Excerpt from 'Islamist Radicalization: Myth or Reality?'
Rayburn House Office Building, Room B-340
Nov. 17, 2011
"Hi. My name is (Unknown). I'm in Congresswoman Jackie Speier's office. And I'm just wondering, for these issues that we discussed of protecting civil liberties or how to better engage the Muslim community in the counterterrorism efforts, I'm wondering if you guys have any specific policy proposals that you could offer to government agencies to kind of deal with these issues."
Faiza Patel , Co-Director, Liberty and National Security Program, Brennan Center for Justice:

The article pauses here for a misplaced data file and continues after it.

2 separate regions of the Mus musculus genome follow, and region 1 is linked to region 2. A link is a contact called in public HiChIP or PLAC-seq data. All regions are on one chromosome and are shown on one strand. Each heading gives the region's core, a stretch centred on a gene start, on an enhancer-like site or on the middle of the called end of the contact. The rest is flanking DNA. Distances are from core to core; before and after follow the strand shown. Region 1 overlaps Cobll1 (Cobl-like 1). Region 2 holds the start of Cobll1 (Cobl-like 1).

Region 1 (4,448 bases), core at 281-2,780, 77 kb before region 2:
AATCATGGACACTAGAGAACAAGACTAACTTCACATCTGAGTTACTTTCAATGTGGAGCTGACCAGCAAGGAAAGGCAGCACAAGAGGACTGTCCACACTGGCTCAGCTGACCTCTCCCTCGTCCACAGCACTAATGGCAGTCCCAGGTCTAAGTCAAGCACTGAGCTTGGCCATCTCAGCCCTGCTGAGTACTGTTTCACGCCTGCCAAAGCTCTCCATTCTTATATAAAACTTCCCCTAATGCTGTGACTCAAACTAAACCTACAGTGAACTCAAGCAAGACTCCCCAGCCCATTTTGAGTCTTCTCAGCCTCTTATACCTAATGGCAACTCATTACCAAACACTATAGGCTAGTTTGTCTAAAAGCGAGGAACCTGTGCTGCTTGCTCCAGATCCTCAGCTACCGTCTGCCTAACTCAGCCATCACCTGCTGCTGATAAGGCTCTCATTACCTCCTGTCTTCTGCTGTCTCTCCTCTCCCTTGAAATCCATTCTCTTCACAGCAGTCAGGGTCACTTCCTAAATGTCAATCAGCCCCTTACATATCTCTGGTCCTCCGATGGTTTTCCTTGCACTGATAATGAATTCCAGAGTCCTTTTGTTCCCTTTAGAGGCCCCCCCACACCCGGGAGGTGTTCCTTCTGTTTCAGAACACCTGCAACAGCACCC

"Well I think the basic message that you know a lot of us have is you know you can't expect the community to behave as your partner if at the same time you're subjecting them to intense surveillance and monitoring. And that's you know you can't have your cake and eat it too as they say. Just coming back to New York, some of the key imams in New York City who were working with Mayor Bloomberg and with Commissioner Kelly, you would see them at every public function which involved Muslims, they would be right up there with the mayor, they were precisely the same people who were being followed 24 hours a day over a period of years. And my point is simply that you can't do that and then turn around to those very same people and say – hey buddy, can you help me? I just don't think it works. So that would be the very first thing – get rid of these really flawed training materials, these flawed radicalization theories, and then build a community program where the police and the community together agree on what the problem is. If the community doesn't believe that radicalization or extremism or extremist views or extremist Islamic ideology is a problem in their own community, then you should also understand that maybe they know what they're talking about, and not be spending police resources this way."